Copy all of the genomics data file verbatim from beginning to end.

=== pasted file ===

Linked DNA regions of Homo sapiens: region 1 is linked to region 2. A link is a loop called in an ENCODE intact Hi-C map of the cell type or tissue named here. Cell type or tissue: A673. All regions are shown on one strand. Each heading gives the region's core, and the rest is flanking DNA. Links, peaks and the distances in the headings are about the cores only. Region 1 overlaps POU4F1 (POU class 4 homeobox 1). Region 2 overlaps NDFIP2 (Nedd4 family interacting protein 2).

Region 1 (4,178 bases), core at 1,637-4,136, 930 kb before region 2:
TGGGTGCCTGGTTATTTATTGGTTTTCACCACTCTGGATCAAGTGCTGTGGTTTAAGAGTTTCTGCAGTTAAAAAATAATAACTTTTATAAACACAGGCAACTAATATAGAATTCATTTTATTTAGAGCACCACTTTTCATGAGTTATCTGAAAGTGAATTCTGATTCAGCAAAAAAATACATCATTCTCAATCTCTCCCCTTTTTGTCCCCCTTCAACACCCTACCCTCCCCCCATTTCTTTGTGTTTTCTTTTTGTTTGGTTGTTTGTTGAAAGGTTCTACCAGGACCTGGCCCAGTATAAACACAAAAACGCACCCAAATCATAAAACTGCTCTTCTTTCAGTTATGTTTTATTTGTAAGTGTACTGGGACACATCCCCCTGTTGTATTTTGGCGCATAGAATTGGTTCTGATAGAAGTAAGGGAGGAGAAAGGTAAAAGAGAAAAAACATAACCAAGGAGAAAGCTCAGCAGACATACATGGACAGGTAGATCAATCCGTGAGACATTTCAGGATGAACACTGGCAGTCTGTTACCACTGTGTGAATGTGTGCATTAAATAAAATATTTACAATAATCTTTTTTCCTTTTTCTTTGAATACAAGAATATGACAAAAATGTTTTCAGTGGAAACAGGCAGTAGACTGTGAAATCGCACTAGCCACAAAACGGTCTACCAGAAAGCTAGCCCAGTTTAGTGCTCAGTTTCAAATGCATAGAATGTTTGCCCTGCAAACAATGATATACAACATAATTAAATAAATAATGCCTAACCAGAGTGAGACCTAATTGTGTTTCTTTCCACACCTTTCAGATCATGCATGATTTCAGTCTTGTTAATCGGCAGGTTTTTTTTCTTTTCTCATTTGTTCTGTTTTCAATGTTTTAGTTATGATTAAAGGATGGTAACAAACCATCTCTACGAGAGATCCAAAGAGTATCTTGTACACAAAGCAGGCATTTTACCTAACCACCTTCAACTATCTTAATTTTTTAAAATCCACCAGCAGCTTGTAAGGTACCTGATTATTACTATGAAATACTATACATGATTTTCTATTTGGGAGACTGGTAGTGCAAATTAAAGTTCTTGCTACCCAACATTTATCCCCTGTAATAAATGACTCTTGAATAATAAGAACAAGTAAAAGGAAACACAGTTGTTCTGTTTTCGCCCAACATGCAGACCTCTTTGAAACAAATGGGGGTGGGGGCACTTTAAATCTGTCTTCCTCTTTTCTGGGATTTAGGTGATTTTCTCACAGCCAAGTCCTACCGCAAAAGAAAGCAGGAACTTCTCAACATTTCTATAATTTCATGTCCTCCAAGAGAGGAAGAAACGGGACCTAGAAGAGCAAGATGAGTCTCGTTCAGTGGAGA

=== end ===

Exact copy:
Linked DNA regions of Homo sapiens: region 1 is linked to region 2. A link is a loop called in an ENCODE intact Hi-C map of the cell type or tissue named here. Cell type or tissue: A673. All regions are shown on one strand. Each heading gives the region's core, and the rest is flanking DNA. Links, peaks and the distances in the headings are about the cores only. Region 1 overlaps POU4F1 (POU class 4 homeobox 1). Region 2 overlaps NDFIP2 (Nedd4 family interacting protein 2).

Region 1 (4,178 bases), core at 1,637-4,136, 930 kb before region 2:
TGGGTGCCTGGTTATTTATTGGTTTTCACCACTCTGGATCAAGTGCTGTGGTTTAAGAGTTTCTGCAGTTAAAAAATAATAACTTTTATAAACACAGGCAACTAATATAGAATTCATTTTATTTAGAGCACCACTTTTCATGAGTTATCTGAAAGTGAATTCTGATTCAGCAAAAAAATACATCATTCTCAATCTCTCCCCTTTTTGTCCCCCTTCAACACCCTACCCTCCCCCCATTTCTTTGTGTTTTCTTTTTGTTTGGTTGTTTGTTGAAAGGTTCTACCAGGACCTGGCCCAGTATAAACACAAAAACGCACCCAAATCATAAAACTGCTCTTCTTTCAGTTATGTTTTATTTGTAAGTGTACTGGGACACATCCCCCTGTTGTATTTTGGCGCATAGAATTGGTTCTGATAGAAGTAAGGGAGGAGAAAGGTAAAAGAGAAAAAACATAACCAAGGAGAAAGCTCAGCAGACATACATGGACAGGTAGATCAATCCGTGAGACATTTCAGGATGAACACTGGCAGTCTGTTACCACTGTGTGAATGTGTGCATTAAATAAAATATTTACAATAATCTTTTTTCCTTTTTCTTTGAATACAAGAATATGACAAAAATGTTTTCAGTGGAAACAGGCAGTAGACTGTGAAATCGCACTAGCCACAAAACGGTCTACCAGAAAGCTAGCCCAGTTTAGTGCTCAGTTTCAAATGCATAGAATGTTTGCCCTGCAAACAATGATATACAACATAATTAAATAAATAATGCCTAACCAGAGTGAGACCTAATTGTGTTTCTTTCCACACCTTTCAGATCATGCATGATTTCAGTCTTGTTAATCGGCAGGTTTTTTTTCTTTTCTCATTTGTTCTGTTTTCAATGTTTTAGTTATGATTAAAGGATGGTAACAAACCATCTCTACGAGAGATCCAAAGAGTATCTTGTACACAAAGCAGGCATTTTACCTAACCACCTTCAACTATCTTAATTTTTTAAAATCCACCAGCAGCTTGTAAGGTACCTGATTATTACTATGAAATACTATACATGATTTTCTATTTGGGAGACTGGTAGTGCAAATTAAAGTTCTTGCTACCCAACATTTATCCCCTGTAATAAATGACTCTTGAATAATAAGAACAAGTAAAAGGAAACACAGTTGTTCTGTTTTCGCCCAACATGCAGACCTCTTTGAAACAAATGGGGGTGGGGGCACTTTAAATCTGTCTTCCTCTTTTCTGGGATTTAGGTGATTTTCTCACAGCCAAGTCCTACCGCAAAAGAAAGCAGGAACTTCTCAACATTTCTATAATTTCATGTCCTCCAAGAGAGGAAGAAACGGGACCTAGAAGAGCAAGATGAGTCTCGTTCAGTGGAGA